Sunday, 16 June 2019

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S&P Global Platts Energy Market Recap for the Week Ending March 18, 2019


Asia-Pacific Oil Market Forecast

Global oil demand is expected to grow by 1.5 MMB/D in 2019, before rising to 1.7 MMB/D in 2020. Asia, despite moderating, will account on average for more than half of the global growth over the next two years. East of Suez had added substantial CDU capacity to meet growing demand, and its rising prominence as a refining region is reflected by its share of global CDU capacity, which is expected to rise from 41% in 2010 to 46% in 2019. Mideast cracking-to-CDU ratios have improved over the past few years, but Mideast refineries are still less complex compared to Asia. The Middle East is expected to become a minor net exporter of gasoline in 2019, and regional net diesel exports are expected to rise further. In fact, Mideast net exports of key products, such as gasoline, kero/jet and gasoil/diesel, are expected to surpass Asian volumes for the first time in 2019. East of Suez refiners will have to battle for product export outlets as supply surges in the region. Overall, Asian refining margins are facing challenges at times and will recover only gradually during 1H19, but there are brighter prospects ahead as IMO 2020 comes to the rescue, with margins improving from $3/Bbl this year to above $7/Bbl in 2020.

China Oil Market Forecast

China’s crude runs rose by around 340 MB/D year-on-year to a record high of 12.8 MMB/D in January. NOCs increased their processing volumes by 320 MB/D year-on-year during the month despite high domestic inventories and seasonally weaker end-user demand from exporting more products abroad. Meanwhile, higher NOC outages between March and June will challenge further runs growth in 1H, especially with delays to the start-up of new refineries. More and lengthier turnarounds may also occur at the independent refineries due to tighter regulations. As such, China’s crude runs growth could increase by just 267 MB/D in 1H and 474 MB/D for the full year. We expect crude processing volumes to rise by 446 MB/D in 2020 due to higher demand from the bunker sector and the ramp of new mega refineries. China’s crude imports surged 1.83 MMB/D year-on-year to 10.3 MMB/D in February – the fourth straight month inflows rose above the 10 million b/d mark due to strong demand from independent refineries’ higher storage activity. Higher crude appetite from these private players continues to underpin strong inflows from Russia and Brazil. Imports from the latter were up 284 MB/D to a record high of 892 MB/D during the month, a growth trend we expect to persist.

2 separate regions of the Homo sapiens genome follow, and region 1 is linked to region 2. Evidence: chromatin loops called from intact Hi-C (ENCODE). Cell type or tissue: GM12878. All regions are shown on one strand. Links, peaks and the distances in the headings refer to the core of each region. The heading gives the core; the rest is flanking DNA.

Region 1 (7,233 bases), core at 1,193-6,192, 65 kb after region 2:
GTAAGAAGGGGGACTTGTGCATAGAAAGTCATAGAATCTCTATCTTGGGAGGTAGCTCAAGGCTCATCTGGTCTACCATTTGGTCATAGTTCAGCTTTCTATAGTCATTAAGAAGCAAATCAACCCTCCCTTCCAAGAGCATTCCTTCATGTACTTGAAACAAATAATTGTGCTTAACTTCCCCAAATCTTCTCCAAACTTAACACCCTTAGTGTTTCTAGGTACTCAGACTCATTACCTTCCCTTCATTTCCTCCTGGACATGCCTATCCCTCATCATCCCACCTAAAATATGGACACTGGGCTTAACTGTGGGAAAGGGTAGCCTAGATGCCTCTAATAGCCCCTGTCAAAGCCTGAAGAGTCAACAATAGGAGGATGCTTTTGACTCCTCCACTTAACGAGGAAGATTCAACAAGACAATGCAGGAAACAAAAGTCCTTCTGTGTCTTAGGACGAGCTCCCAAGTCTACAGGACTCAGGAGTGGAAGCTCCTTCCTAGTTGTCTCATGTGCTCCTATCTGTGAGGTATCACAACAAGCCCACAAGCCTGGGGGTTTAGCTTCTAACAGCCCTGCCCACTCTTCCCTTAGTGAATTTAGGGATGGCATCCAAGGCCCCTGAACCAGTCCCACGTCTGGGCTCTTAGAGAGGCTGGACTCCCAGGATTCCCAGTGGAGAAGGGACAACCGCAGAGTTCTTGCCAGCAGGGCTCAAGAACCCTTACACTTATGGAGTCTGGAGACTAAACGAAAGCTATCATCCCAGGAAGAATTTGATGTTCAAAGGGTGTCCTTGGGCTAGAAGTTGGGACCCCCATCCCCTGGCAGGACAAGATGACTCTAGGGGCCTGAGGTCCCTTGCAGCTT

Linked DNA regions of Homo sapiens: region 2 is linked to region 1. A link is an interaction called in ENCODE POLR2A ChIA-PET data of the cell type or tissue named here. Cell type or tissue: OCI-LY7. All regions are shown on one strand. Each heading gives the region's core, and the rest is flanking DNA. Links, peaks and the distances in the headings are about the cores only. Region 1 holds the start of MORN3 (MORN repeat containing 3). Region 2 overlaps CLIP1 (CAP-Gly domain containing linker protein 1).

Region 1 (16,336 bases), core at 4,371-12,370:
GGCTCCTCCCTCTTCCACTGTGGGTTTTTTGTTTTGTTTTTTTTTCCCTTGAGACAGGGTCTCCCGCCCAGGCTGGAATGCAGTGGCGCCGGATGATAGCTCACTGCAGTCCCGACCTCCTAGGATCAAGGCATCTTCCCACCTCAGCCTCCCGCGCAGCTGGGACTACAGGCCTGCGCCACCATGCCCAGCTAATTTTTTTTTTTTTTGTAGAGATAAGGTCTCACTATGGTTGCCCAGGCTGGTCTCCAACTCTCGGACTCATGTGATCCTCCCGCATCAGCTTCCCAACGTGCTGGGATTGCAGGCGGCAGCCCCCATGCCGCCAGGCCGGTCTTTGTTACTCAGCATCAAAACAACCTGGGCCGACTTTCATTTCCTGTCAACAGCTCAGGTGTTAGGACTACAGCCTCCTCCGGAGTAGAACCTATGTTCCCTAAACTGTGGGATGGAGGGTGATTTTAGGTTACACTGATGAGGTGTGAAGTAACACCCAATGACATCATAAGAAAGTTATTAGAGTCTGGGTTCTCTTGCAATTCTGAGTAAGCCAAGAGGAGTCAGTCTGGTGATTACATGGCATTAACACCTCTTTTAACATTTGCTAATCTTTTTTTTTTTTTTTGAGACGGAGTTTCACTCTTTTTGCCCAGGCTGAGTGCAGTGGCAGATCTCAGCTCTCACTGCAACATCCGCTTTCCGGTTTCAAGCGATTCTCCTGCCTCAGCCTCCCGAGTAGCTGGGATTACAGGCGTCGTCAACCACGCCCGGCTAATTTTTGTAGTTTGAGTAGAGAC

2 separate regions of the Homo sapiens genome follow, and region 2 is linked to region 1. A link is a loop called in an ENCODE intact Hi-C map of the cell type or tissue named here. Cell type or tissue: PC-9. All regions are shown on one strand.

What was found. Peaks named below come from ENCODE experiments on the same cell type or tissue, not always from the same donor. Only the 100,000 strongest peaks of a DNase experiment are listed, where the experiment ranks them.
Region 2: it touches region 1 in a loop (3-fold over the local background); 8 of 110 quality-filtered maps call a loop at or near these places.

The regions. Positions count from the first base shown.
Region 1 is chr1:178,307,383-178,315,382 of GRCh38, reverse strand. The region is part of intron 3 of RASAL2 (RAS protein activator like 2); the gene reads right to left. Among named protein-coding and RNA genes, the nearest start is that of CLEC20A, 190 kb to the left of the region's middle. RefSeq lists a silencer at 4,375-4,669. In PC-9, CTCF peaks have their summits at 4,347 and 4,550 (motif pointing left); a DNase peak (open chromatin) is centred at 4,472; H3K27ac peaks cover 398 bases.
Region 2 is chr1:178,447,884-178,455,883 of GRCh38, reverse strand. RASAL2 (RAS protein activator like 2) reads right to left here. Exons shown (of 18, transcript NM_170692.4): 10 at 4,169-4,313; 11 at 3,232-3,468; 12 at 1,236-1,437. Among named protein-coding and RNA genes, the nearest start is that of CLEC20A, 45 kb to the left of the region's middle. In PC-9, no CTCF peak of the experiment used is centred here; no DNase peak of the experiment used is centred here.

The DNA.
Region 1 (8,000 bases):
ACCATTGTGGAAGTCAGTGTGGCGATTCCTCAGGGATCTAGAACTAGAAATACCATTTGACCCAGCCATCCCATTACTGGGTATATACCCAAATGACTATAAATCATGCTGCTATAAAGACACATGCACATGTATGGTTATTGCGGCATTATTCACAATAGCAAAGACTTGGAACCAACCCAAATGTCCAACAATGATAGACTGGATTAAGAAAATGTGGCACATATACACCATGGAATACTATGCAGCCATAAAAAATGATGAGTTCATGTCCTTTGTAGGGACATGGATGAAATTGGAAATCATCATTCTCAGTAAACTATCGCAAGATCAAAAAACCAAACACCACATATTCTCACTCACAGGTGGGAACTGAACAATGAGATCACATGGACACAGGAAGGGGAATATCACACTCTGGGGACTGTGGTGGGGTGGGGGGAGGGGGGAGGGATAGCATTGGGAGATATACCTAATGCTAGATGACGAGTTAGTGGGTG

DOE Weekly Analysis

The unpredictable EIA crude supply adjustment factor added another major distortion this week. For the week ending February 2, it was a negligible -4, then jumped to a + 701 the following week. For the latest week ending March 8 it reverted to a negative 731, more than erasing the prior week’s gain. For the coming week we are using a factor of + 350 MB/D. This certainly contributed to a surprising around 3.9 MMB crude stock draw. Field production was also marked down by 100 MB/D likely due to some field maintenance, to 12 MMB/D. Production moves back to 12.1 MMB/D for the coming week. Crude imports were lower than expected at 6.75 MMB/D, largely due to fog. Exports fell to 2.55 MMB/D. For the next week imports are anticipated to increase to 7.15 MMB/D, as exports rise to 2.75 MMB/D. Cushing storage fell by 0.7 MMB, driven by a large decrease in net flows. For next week flows are expected to increase resulting in a 0.8 MMB build. Overall crude stocks are expected to build by 4.4 MMB for next week, given rising field production and exports. Gasoline stocks have now dropped for four consecutive weeks, with the latest week contributing 4.6 MMB to the drop, the largest decline of the past few months. For the next week we are looking for a more modest nearly 1 MMB decline. Distillate inventory saw a modest increase. A more substantial 3.5 MMB drop is expected for the next week.